Eating Disorders


Individual Counselling for Anorexia, Bulimia, Binge-Eating Disorder

Group Programs and 1 Day Workshops for Breaking Free from Emotional and Binge Eating, and Serial Dieting

If you are looking for counselling or support for any form of disordered eating, we can help. Eating Disorders have always been a key area of speciality here at Sandyford Wellness Centre. Our Counsellors/psychotherapists are fully qualified and have years of experience working with clients struggling with everything from Anorexia and Bulimia, to Emotional Eating, Binge Eating and Serial Dieting.  In a safe and confidential environment, we aim to establish a trusting relationship with clients which facilitates easing distress and bringing about positive change.


One of the most common myths about eating disorders is that they are about food, or weight.  This is not the case.  Eating disorders are a way of coping with difficult feelings and emotions.  A person engaging in abnormal behaviour around food or weight, is doing so because they are trying to avoid dealing with something else. It is usually very difficult for someone with an eating disorder to talk about their problems with others.  The first problem is not being able to talk about their feelings or emotions when something upsetting or difficult happens.  When the eating disordered behaviour gets out of control, it’s hard to talk about that.  Sufferers feel ashamed and guilty.  A common personality trait that is associated with eating disorders is being a ‘perfectionist’ or high achieving.  Clients often talk about being the one that others turn to for help and advice, being seen as strong and able to cope.  This makes it even harder to reach out to friends and family for help and support.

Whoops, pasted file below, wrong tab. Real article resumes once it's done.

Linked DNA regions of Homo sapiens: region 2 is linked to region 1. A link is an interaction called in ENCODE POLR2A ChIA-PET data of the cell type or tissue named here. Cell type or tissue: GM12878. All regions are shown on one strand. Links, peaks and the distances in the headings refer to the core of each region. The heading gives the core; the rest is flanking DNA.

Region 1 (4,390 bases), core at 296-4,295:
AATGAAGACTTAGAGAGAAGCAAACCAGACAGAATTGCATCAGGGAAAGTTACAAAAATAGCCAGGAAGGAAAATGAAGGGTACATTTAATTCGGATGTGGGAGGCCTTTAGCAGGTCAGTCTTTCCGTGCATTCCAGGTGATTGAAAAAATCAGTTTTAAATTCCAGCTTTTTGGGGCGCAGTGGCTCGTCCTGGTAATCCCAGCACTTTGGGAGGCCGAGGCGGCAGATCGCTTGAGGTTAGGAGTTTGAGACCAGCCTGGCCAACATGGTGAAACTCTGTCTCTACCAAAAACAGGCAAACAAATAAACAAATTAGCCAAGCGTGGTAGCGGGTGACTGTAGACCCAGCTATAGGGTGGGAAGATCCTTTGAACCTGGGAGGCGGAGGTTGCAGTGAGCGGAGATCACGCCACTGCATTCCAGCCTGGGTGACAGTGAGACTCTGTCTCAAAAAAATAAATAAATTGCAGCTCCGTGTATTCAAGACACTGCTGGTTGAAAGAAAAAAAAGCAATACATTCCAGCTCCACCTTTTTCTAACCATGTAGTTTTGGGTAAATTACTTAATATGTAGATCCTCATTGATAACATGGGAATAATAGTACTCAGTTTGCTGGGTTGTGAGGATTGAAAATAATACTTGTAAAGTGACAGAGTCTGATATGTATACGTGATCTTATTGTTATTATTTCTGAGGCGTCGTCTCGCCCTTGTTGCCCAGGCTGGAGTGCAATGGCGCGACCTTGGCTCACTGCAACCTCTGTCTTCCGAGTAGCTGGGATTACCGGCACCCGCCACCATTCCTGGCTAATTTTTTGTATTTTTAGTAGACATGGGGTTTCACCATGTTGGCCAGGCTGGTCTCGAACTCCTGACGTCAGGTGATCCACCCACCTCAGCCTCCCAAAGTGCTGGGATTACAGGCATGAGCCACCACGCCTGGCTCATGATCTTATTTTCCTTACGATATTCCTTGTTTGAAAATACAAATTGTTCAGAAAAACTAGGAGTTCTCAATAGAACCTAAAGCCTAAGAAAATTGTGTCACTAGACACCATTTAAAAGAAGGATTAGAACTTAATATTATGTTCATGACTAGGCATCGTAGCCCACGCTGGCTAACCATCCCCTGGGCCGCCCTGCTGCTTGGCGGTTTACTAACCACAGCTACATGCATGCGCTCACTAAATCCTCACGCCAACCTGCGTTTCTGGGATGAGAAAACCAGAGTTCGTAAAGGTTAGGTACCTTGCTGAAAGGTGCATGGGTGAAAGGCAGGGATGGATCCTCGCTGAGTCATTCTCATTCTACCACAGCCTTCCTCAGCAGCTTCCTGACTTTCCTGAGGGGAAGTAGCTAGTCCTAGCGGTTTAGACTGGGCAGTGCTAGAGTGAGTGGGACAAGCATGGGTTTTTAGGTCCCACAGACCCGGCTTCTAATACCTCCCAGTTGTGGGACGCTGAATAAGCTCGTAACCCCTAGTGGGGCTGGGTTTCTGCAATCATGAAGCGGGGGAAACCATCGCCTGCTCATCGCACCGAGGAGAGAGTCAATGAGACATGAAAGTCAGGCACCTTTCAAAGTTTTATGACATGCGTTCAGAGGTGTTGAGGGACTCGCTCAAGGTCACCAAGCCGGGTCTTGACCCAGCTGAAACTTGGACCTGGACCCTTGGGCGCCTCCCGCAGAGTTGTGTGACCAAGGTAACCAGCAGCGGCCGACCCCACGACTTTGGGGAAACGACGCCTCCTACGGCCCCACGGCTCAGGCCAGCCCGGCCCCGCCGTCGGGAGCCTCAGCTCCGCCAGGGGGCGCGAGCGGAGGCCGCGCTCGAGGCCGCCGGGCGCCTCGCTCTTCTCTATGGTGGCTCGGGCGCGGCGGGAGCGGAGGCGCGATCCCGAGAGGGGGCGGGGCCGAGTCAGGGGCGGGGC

Skipping meals, eating substantially less than usual, vomiting or taking laxatives after eating to “purge” the food from the body;

Compulsive overeating ,being unable to stop eating, hiding food or eating in secret when nobody else is around;

Bingeing on food, this is planning and arranging to spend time alone and eating abnormally large quantities of food in a short period of time;
This may or may not be followed by vomiting – “purging”, or over-use of laxatives or diet pills;

Engaging in over-exercising, e.g. exercising for long periods every single day or exercising several times each day, planning schedules around exercising,  getting stressed or anxious when planned exercise sessions are missed;

Lying to friends and family about eating and/or exercising;

Obsessively measuring or weighing the body, constantly making unfavourable comparisons with other people about size;

feeling ugly and worthless because of weight or appearance, or having a distorted view of the body, i.e. imagining the body is larger than it actually is.


Withdrawal from friends and family;
Feelings of depression;